3/23/2012

why chewing our food matters

In January I wrote a post about mindful eating. Since then I have read many articles on the subject and it seems to be very “in” right now. I for one am happy about that. We could all stand to slow down and take more time while eating! Along those lines, this post is all about the importance of chewing our food. I realize this might sound weird but how much time do you actually spend chewing versus biting and swallowing your meals? I encourage you to really think about this and evaluate how you chew.

Last spring I spent two intense weeks at the Ann Wigmore Institute in Puerto Rico. It was there I learned the majority of this information and spent more time focusing on my chewing than I had even on the many meditation retreats I went on. This was because of the structured class time and also the raw food we ate there. Sitting down in silence to chew raw green soup is hard work! So much emotional stuff came up for me during those weeks around chewing, it was a life changing experience.

As I have mentioned, when it comes to increased health, it’s not just what we eat but how we eat. Digestion begins in the mouth, where contact with our teeth and digestive enzymes in our saliva break down food. These days most of us rush through the whole eating experience, barely acknowledging what we’re putting in our mouths. We eat while distracted—working, reading, talking and watching television—and swallow our food practically whole. On average we chew each bite only eight times. Not chewing our food enough can lead to digestive issues.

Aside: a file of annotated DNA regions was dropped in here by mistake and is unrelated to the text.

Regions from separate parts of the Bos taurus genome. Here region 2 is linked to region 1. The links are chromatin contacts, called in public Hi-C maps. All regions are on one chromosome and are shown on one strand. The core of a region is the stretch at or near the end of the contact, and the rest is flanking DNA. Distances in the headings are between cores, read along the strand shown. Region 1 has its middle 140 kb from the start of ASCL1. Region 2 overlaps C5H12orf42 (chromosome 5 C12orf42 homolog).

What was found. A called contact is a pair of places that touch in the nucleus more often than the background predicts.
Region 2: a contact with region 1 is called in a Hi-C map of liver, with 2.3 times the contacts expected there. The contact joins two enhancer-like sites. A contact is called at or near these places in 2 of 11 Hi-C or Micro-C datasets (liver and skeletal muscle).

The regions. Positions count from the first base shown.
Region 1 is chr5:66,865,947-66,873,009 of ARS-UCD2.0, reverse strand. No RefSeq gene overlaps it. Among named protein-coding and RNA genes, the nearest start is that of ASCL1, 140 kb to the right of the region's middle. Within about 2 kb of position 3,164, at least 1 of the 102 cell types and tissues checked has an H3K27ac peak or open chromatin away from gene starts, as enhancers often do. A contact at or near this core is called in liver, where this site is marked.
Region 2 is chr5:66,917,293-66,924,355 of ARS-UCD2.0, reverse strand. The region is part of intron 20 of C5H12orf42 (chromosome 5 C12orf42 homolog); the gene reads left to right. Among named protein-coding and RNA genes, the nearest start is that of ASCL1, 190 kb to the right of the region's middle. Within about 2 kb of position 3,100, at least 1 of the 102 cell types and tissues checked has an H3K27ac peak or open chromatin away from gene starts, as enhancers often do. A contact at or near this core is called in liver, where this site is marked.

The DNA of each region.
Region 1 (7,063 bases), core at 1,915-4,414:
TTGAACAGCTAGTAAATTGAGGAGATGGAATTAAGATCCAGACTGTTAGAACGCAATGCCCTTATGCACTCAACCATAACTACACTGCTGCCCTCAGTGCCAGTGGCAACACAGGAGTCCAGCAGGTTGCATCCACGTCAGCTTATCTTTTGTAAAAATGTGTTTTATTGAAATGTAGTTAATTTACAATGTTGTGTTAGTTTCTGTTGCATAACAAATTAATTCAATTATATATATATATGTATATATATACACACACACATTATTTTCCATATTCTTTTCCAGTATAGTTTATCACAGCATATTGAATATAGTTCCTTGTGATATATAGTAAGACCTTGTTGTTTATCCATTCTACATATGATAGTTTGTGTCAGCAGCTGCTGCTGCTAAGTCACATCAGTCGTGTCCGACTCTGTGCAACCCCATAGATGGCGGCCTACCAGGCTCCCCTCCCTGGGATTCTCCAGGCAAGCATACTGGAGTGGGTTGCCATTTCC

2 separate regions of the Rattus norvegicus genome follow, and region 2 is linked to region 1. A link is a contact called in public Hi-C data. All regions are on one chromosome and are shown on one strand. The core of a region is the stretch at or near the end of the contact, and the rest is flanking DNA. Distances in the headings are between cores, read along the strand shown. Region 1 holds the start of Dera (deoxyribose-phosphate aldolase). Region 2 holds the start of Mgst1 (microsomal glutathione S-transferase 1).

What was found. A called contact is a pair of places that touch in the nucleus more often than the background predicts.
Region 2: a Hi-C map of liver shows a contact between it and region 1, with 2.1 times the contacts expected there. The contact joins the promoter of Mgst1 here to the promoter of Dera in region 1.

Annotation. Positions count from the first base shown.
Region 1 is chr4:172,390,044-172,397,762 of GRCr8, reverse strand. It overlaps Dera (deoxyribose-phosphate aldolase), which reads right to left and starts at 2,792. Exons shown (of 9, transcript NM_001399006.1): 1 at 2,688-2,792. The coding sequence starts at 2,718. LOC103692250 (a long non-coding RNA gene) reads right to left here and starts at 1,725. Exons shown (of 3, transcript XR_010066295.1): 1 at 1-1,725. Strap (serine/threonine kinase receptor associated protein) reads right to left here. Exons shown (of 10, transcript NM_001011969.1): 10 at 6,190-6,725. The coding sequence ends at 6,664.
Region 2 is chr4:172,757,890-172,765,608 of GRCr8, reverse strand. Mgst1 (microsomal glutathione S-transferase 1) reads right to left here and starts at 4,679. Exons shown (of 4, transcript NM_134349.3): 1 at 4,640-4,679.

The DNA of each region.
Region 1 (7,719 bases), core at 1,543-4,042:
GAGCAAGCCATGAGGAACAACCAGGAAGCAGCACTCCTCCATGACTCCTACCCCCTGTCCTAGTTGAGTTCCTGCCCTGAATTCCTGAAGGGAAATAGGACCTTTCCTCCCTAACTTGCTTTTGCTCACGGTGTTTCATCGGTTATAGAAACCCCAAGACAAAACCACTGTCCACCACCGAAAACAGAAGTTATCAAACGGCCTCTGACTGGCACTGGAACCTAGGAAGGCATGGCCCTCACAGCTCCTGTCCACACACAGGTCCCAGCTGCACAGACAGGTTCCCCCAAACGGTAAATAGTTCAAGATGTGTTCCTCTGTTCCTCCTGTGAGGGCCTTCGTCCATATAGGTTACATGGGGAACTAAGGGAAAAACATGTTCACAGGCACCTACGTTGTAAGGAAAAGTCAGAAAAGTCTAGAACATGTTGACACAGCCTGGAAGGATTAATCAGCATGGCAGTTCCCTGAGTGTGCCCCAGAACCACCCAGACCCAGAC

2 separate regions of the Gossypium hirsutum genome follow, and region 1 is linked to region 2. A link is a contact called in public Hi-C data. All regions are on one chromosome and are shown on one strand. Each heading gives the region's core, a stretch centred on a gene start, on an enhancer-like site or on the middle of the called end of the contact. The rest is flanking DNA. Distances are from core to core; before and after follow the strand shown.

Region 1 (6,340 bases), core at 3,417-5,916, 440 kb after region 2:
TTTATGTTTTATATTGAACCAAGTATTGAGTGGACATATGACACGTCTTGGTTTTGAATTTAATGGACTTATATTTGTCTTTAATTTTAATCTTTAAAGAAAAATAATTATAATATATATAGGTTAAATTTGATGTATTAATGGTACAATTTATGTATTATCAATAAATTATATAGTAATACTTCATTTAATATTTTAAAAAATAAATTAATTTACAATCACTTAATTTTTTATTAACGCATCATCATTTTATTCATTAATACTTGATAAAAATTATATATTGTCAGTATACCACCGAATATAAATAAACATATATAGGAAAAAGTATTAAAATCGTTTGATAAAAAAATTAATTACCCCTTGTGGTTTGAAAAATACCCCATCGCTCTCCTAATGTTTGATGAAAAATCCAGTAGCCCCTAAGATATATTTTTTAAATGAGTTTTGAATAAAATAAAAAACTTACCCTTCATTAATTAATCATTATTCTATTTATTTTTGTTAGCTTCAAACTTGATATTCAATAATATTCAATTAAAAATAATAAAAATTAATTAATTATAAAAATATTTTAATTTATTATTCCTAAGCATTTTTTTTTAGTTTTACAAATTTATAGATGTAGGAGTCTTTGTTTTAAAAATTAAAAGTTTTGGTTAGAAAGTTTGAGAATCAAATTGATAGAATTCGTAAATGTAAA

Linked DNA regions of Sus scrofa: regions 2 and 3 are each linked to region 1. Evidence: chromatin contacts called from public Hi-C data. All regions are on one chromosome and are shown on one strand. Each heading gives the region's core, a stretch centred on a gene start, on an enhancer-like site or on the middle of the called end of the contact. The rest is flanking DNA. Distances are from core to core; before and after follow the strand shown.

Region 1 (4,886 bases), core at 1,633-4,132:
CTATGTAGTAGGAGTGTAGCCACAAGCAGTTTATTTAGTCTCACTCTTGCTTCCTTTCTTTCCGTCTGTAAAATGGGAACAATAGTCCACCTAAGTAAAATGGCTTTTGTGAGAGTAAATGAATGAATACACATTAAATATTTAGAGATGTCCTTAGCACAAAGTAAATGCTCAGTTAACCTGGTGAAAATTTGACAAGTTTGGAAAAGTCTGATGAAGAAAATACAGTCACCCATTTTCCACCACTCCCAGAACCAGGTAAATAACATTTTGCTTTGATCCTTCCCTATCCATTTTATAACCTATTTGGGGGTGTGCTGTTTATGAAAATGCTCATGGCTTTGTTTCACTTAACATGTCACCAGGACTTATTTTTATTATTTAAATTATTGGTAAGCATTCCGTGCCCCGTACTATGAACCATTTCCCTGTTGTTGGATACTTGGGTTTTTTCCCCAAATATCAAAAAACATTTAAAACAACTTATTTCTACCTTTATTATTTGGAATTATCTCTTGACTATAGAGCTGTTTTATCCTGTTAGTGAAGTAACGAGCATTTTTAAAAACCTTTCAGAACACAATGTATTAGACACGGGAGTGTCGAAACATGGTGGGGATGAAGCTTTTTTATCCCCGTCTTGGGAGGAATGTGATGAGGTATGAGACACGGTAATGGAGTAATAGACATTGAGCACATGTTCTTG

Here are some great reasons to slow down and chew your food:

  • Saliva breaks down food into simple sugars, creating a sweet taste. The more we chew, the sweeter our food becomes, so we don’t crave those after-meal sweets.
  • Chewing reduces digestive distress and improves assimilation, allowing our bodies to absorb maximum nutrition from each bite of food.
  • More chewing produces more endorphins, the brain chemicals responsible for creating good feelings.
  • It’s also helpful for weight loss, because when we are chewing well, we are more apt to notice when we are full.
  • In fact, chewing can promote increased circulation, enhanced immunity, increased energy and endurance, as well as improve skin health and stabilize weight.
  • Taking time with a meal, beginning with chewing, allows for enjoyment of the whole experience of eating: the smells, flavors and textures. It helps us to give thanks, to show appreciation for the abundance in our lives and to develop patience and self-control.

Now that you know some of the reasoning behind the importance of chewing our food properly try having a silent meal and see what comes up for you. Try  eating without the TV, computer, iPhone, newspaper or noisy company. Instead just pay attention to the food and to how you are breathing and chewing. This can be very weird in the beginning. This practice triggered a great deal of emotions for me and that is totally normal. We have so much stuff tied up in food that we are completely unaware of. I encourage you to set aside a few meals a week to practice what I am going to call mindful chewing. As you start to create a new habit, you will begin to appreciate eating without rushing and distraction. You will truly begin to commune not only with your food but with the world around you. We have to eat every day—why not learn to savor and enjoy it?

xoa

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